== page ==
Next is tolls from the tunnels and bridges. But fewer people commuting to work. Well how about the city-owned colleges? Fewer people are returning to college. Well how about property taxes? More people defaulting on their properties.

    What reason will people have to go back to NYC?

    I love my life in NYC. I have friends all over NY. People I've known for decades. I could go out of my apartment and cross the street and there was my comedy club and I can go up on stage and perform. I could go a few minutes by Uber and meet with anyone or go play ping pong or go to a movie or go on a podcast and people traveling through could come on my podcast.

    I can go out at night to my favorite restaurants and then see my favorite performers perform. I can go to the park and play chess, see friends. I could take advantage of all this wonderful city has to offer.

    No more.
By Doug64
And it looks like Altucher isn’t the only prophet of doom.

When Half Of NYC’s Tax Base Leaves And Never Comes Back

    The separateness in New York, and by extension much of the nation curled around it from America’s eastern edge, stands out. There are the hyper-wealthy and there are the multi-generational poor. They depend on each other, but with COVID who needs who more has changed.

    It’s easy to stress how far apart the rich and the poor live, even though the mansions of the Upper West Side are less than a mile from the crack dealers uptown. The rich don’t ride public transportation, they don’t send their kids to public schools, they shop and dine in very different places with private security to ensure everything stays far enough apart to keep it all together.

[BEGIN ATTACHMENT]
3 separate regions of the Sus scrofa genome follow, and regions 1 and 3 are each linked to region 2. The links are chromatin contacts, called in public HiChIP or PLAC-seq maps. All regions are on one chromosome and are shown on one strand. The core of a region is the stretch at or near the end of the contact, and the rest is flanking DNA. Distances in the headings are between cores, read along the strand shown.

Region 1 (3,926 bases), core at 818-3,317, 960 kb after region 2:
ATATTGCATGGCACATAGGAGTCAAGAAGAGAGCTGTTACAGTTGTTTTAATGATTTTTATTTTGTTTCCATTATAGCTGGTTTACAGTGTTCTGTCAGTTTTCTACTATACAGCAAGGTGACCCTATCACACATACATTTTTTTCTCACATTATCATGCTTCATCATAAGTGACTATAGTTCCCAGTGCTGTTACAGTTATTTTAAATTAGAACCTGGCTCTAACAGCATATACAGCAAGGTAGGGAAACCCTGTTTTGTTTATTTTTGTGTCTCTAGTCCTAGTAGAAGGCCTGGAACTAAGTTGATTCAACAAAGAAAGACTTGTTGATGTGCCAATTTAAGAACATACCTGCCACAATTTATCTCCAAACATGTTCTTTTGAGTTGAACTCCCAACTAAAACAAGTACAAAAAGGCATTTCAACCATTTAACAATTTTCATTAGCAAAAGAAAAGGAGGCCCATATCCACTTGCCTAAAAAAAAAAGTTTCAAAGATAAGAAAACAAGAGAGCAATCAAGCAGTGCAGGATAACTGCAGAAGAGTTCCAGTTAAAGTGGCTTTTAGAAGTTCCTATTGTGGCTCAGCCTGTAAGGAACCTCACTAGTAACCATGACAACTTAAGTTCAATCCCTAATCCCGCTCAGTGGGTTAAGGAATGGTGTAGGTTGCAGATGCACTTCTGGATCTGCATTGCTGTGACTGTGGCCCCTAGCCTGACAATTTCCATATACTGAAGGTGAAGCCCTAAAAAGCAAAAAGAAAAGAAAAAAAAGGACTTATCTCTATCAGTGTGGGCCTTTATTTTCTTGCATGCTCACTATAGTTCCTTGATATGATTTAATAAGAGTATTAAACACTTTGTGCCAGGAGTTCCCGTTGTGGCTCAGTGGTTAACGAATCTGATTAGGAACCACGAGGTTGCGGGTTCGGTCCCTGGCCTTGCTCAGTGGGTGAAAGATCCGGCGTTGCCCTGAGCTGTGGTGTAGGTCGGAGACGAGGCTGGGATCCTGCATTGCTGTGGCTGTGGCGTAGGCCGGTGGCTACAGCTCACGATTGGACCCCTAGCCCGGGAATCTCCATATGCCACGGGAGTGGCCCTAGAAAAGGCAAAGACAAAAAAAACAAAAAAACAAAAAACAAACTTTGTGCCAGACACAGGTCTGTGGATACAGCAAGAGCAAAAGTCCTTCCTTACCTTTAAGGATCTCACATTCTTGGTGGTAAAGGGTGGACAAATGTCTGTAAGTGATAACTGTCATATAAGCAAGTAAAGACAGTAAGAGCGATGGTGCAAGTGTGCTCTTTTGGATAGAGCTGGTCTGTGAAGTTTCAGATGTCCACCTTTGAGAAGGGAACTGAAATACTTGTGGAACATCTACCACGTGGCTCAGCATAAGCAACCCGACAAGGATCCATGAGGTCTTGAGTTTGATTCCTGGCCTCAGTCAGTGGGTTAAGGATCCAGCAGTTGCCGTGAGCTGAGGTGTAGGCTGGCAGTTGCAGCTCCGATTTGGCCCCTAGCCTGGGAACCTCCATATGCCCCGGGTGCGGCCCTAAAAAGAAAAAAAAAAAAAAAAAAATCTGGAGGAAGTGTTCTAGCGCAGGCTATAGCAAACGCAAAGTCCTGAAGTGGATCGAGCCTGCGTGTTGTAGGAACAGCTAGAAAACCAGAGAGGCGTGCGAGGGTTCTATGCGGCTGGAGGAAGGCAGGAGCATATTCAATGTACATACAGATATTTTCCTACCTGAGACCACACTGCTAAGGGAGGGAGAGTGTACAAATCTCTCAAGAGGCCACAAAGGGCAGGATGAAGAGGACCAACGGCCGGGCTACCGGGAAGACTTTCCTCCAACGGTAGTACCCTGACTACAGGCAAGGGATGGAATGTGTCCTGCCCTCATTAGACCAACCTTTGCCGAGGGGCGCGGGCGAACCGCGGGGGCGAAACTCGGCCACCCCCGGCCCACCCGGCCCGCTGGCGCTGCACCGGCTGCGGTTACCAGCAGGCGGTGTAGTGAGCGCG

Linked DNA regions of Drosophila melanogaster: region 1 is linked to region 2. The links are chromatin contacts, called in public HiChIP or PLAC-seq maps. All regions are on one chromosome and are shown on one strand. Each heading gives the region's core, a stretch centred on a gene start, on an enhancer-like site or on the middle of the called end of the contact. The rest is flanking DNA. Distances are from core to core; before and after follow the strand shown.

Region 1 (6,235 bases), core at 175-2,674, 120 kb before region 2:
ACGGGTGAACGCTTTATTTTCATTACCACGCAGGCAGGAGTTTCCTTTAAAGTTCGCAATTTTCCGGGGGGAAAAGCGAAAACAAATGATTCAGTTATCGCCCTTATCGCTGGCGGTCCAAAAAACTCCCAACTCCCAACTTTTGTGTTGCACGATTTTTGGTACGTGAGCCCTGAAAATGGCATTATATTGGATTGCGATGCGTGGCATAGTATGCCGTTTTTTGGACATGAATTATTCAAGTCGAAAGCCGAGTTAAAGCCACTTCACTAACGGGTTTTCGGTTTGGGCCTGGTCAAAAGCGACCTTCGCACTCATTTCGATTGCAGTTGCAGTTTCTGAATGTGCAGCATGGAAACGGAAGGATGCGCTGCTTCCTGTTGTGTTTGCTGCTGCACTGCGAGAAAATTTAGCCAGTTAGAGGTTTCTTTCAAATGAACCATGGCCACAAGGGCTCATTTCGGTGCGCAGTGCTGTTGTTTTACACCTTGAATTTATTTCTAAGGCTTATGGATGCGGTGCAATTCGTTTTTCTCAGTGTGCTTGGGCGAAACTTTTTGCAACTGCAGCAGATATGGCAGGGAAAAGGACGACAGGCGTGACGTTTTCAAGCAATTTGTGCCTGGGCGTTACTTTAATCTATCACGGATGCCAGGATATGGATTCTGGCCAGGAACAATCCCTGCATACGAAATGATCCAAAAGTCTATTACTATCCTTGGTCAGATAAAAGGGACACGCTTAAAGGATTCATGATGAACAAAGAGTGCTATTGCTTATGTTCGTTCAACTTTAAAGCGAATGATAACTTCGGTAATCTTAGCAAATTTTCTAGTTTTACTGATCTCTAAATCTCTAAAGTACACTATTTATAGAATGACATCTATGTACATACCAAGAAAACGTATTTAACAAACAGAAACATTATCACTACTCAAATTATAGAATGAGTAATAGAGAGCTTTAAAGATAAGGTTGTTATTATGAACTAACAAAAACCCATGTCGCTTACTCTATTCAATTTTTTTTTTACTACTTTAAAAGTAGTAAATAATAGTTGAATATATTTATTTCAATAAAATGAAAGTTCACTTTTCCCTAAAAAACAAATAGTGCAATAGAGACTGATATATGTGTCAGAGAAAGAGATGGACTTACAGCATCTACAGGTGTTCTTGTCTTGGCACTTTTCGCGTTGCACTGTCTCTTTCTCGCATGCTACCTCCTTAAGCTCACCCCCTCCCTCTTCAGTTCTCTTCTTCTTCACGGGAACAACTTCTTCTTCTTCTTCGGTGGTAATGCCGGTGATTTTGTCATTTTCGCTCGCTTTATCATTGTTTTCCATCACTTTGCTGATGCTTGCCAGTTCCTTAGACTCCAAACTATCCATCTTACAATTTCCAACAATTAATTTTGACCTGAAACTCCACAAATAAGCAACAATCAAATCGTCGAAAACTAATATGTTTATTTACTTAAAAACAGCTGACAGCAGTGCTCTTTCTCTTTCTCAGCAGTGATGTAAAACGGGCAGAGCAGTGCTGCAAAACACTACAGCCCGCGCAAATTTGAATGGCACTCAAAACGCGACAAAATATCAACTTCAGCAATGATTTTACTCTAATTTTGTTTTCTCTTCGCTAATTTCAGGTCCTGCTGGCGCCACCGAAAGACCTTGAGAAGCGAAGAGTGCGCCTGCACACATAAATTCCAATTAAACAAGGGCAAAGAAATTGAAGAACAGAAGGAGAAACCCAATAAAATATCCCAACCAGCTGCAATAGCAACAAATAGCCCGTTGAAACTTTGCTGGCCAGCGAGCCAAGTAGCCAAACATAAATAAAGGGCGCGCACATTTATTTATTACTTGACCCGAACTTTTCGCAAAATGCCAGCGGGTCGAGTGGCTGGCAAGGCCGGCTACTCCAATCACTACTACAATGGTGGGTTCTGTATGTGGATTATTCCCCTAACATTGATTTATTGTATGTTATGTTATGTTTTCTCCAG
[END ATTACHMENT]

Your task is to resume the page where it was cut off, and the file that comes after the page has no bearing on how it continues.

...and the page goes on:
But that misses the dependencies which until now have simply been a given in the ecosystem. The traditional view has been the rich need the poor to exploit as cheap labor—textbook economic inequality. But with COVID as the spark, the ticking bomb of economic inequality may soon go off in America’s greatest city. Things are changing and New York, and by extension America, needs to ask itself what it wants to be when it grows up.

    It’s snapshot simple. The wealthy and the companies they work for pay most of the taxes. The poor consume most of the taxes through social programs. COVID is driving the wealthy and their offices out of the city. No one will be left to pay for the poor, who are stuck here, and the city will collapse in the transition. A classic failed state scenario.

    New York City is home to 118 billionaires, more than any other American city. New York City is also home to nearly one million millionaires, more than any other city in the world. Among those millionaires some 8,865 are classified as “high net worth,” with more than $30 million each.

    They pay the taxes. The top one percent of NYC taxpayers pay nearly 50 percent of all personal income taxes collected in New York. Personal income tax in the New York area accounts for 59 percent of all revenues. Property taxes add in more than a billion dollars a year in revenue, about half of that generated by office space.

    Now for how the other half lives. Below those wealthy people in every sense of the word the city has the largest homeless population of any American metropolis, which includes 114,000 children. The number of New Yorkers living below the poverty line is larger than the population of Philadelphia, and would be the country’s 7th largest city. More than 400,000 New Yorkers reside in public housing. Another 235,000 receive rent assistance.

    That all costs a lot of money. The New York City Housing Authority needs $24 billion over the next decade just for vital repairs. That’s on top of a yearly standard operating cost approaching four billion dollars. A lot of the money used to come from Washington before a multibillion-dollar decline in federal Section 9 funds. So today there is a shortfall and repairs, including lead removal, are being put off. NYC also has a $34 billion budget for public schools, many of which function as distribution points for child food aid, medical care, day care, and a range of social services.